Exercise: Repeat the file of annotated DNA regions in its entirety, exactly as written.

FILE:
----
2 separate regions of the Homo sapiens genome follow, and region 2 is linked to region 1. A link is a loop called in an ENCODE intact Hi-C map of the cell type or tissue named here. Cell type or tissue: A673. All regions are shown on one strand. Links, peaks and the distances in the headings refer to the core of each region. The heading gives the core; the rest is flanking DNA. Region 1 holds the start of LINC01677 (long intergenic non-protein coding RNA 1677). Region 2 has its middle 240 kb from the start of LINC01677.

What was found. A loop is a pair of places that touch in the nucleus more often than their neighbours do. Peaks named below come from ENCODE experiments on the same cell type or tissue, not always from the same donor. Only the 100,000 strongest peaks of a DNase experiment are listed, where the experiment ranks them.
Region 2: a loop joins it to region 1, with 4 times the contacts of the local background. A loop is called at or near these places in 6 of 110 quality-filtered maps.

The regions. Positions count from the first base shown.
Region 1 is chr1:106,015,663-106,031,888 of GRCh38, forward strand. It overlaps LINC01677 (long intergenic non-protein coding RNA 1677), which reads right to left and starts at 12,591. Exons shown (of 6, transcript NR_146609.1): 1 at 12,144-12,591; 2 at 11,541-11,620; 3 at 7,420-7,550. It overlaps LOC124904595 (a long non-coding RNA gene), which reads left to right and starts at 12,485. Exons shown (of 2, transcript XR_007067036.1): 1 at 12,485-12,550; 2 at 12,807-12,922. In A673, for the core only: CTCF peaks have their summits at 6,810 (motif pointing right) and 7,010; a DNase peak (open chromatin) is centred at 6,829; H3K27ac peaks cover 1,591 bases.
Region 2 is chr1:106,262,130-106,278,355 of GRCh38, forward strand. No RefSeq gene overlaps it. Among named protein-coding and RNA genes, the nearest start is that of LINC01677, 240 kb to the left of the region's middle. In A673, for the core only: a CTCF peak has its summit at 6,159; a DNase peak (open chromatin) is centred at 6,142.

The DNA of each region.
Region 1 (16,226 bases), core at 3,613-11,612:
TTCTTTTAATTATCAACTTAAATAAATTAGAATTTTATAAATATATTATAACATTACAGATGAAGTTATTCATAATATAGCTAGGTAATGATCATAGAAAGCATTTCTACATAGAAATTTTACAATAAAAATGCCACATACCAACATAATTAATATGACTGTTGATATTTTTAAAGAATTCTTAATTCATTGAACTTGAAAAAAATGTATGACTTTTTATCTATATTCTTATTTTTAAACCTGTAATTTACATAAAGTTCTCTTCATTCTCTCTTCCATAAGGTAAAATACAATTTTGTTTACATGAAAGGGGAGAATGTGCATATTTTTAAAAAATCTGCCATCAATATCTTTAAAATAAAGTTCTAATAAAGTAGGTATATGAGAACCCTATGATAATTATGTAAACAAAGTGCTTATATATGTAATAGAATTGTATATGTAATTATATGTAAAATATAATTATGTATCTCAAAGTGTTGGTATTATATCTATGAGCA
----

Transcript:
2 separate regions of the Homo sapiens genome follow, and region 2 is linked to region 1. A link is a loop called in an ENCODE intact Hi-C map of the cell type or tissue named here. Cell type or tissue: A673. All regions are shown on one strand. Links, peaks and the distances in the headings refer to the core of each region. The heading gives the core; the rest is flanking DNA. Region 1 holds the start of LINC01677 (long intergenic non-protein coding RNA 1677). Region 2 has its middle 240 kb from the start of LINC01677.

What was found. A loop is a pair of places that touch in the nucleus more often than their neighbours do. Peaks named below come from ENCODE experiments on the same cell type or tissue, not always from the same donor. Only the 100,000 strongest peaks of a DNase experiment are listed, where the experiment ranks them.
Region 2: a loop joins it to region 1, with 4 times the contacts of the local background. A loop is called at or near these places in 6 of 110 quality-filtered maps.

The regions. Positions count from the first base shown.
Region 1 is chr1:106,015,663-106,031,888 of GRCh38, forward strand. It overlaps LINC01677 (long intergenic non-protein coding RNA 1677), which reads right to left and starts at 12,591. Exons shown (of 6, transcript NR_146609.1): 1 at 12,144-12,591; 2 at 11,541-11,620; 3 at 7,420-7,550. It overlaps LOC124904595 (a long non-coding RNA gene), which reads left to right and starts at 12,485. Exons shown (of 2, transcript XR_007067036.1): 1 at 12,485-12,550; 2 at 12,807-12,922. In A673, for the core only: CTCF peaks have their summits at 6,810 (motif pointing right) and 7,010; a DNase peak (open chromatin) is centred at 6,829; H3K27ac peaks cover 1,591 bases.
Region 2 is chr1:106,262,130-106,278,355 of GRCh38, forward strand. No RefSeq gene overlaps it. Among named protein-coding and RNA genes, the nearest start is that of LINC01677, 240 kb to the left of the region's middle. In A673, for the core only: a CTCF peak has its summit at 6,159; a DNase peak (open chromatin) is centred at 6,142.

The DNA of each region.
Region 1 (16,226 bases), core at 3,613-11,612:
TTCTTTTAATTATCAACTTAAATAAATTAGAATTTTATAAATATATTATAACATTACAGATGAAGTTATTCATAATATAGCTAGGTAATGATCATAGAAAGCATTTCTACATAGAAATTTTACAATAAAAATGCCACATACCAACATAATTAATATGACTGTTGATATTTTTAAAGAATTCTTAATTCATTGAACTTGAAAAAAATGTATGACTTTTTATCTATATTCTTATTTTTAAACCTGTAATTTACATAAAGTTCTCTTCATTCTCTCTTCCATAAGGTAAAATACAATTTTGTTTACATGAAAGGGGAGAATGTGCATATTTTTAAAAAATCTGCCATCAATATCTTTAAAATAAAGTTCTAATAAAGTAGGTATATGAGAACCCTATGATAATTATGTAAACAAAGTGCTTATATATGTAATAGAATTGTATATGTAATTATATGTAAAATATAATTATGTATCTCAAAGTGTTGGTATTATATCTATGAGCA